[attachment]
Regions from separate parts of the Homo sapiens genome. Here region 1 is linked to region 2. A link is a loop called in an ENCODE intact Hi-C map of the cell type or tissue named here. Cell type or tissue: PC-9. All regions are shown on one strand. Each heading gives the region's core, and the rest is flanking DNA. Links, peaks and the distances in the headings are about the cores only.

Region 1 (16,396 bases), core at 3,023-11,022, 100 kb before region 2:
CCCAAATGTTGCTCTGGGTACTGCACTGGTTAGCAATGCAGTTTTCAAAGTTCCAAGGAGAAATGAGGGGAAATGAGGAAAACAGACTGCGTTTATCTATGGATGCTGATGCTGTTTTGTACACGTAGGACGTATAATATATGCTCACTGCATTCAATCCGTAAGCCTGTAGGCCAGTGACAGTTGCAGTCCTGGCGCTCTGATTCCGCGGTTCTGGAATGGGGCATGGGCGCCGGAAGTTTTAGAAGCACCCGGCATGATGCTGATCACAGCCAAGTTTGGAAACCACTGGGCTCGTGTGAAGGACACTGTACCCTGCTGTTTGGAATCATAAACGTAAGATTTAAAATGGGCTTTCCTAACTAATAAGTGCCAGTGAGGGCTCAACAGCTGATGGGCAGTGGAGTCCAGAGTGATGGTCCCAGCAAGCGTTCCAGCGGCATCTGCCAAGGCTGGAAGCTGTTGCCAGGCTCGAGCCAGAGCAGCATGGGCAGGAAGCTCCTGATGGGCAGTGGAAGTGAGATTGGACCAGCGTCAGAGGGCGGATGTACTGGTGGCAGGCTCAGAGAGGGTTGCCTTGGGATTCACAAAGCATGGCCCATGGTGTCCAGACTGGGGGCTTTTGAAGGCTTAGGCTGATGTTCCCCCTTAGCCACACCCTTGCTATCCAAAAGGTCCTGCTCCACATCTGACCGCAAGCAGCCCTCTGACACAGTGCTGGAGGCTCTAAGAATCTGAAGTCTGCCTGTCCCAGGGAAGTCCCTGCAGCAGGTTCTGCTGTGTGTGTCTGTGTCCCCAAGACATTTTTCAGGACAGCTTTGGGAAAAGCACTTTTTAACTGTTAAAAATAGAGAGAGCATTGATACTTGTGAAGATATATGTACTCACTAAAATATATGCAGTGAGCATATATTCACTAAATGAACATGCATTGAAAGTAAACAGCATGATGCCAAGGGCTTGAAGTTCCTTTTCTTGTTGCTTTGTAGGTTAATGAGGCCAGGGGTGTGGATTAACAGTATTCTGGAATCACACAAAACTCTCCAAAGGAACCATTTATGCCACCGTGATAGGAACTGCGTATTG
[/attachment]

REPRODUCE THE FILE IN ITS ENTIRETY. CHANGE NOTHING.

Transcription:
Regions from separate parts of the Homo sapiens genome. Here region 1 is linked to region 2. A link is a loop called in an ENCODE intact Hi-C map of the cell type or tissue named here. Cell type or tissue: PC-9. All regions are shown on one strand. Each heading gives the region's core, and the rest is flanking DNA. Links, peaks and the distances in the headings are about the cores only.

Region 1 (16,396 bases), core at 3,023-11,022, 100 kb before region 2:
CCCAAATGTTGCTCTGGGTACTGCACTGGTTAGCAATGCAGTTTTCAAAGTTCCAAGGAGAAATGAGGGGAAATGAGGAAAACAGACTGCGTTTATCTATGGATGCTGATGCTGTTTTGTACACGTAGGACGTATAATATATGCTCACTGCATTCAATCCGTAAGCCTGTAGGCCAGTGACAGTTGCAGTCCTGGCGCTCTGATTCCGCGGTTCTGGAATGGGGCATGGGCGCCGGAAGTTTTAGAAGCACCCGGCATGATGCTGATCACAGCCAAGTTTGGAAACCACTGGGCTCGTGTGAAGGACACTGTACCCTGCTGTTTGGAATCATAAACGTAAGATTTAAAATGGGCTTTCCTAACTAATAAGTGCCAGTGAGGGCTCAACAGCTGATGGGCAGTGGAGTCCAGAGTGATGGTCCCAGCAAGCGTTCCAGCGGCATCTGCCAAGGCTGGAAGCTGTTGCCAGGCTCGAGCCAGAGCAGCATGGGCAGGAAGCTCCTGATGGGCAGTGGAAGTGAGATTGGACCAGCGTCAGAGGGCGGATGTACTGGTGGCAGGCTCAGAGAGGGTTGCCTTGGGATTCACAAAGCATGGCCCATGGTGTCCAGACTGGGGGCTTTTGAAGGCTTAGGCTGATGTTCCCCCTTAGCCACACCCTTGCTATCCAAAAGGTCCTGCTCCACATCTGACCGCAAGCAGCCCTCTGACACAGTGCTGGAGGCTCTAAGAATCTGAAGTCTGCCTGTCCCAGGGAAGTCCCTGCAGCAGGTTCTGCTGTGTGTGTCTGTGTCCCCAAGACATTTTTCAGGACAGCTTTGGGAAAAGCACTTTTTAACTGTTAAAAATAGAGAGAGCATTGATACTTGTGAAGATATATGTACTCACTAAAATATATGCAGTGAGCATATATTCACTAAATGAACATGCATTGAAAGTAAACAGCATGATGCCAAGGGCTTGAAGTTCCTTTTCTTGTTGCTTTGTAGGTTAATGAGGCCAGGGGTGTGGATTAACAGTATTCTGGAATCACACAAAACTCTCCAAAGGAACCATTTATGCCACCGTGATAGGAACTGCGTATTG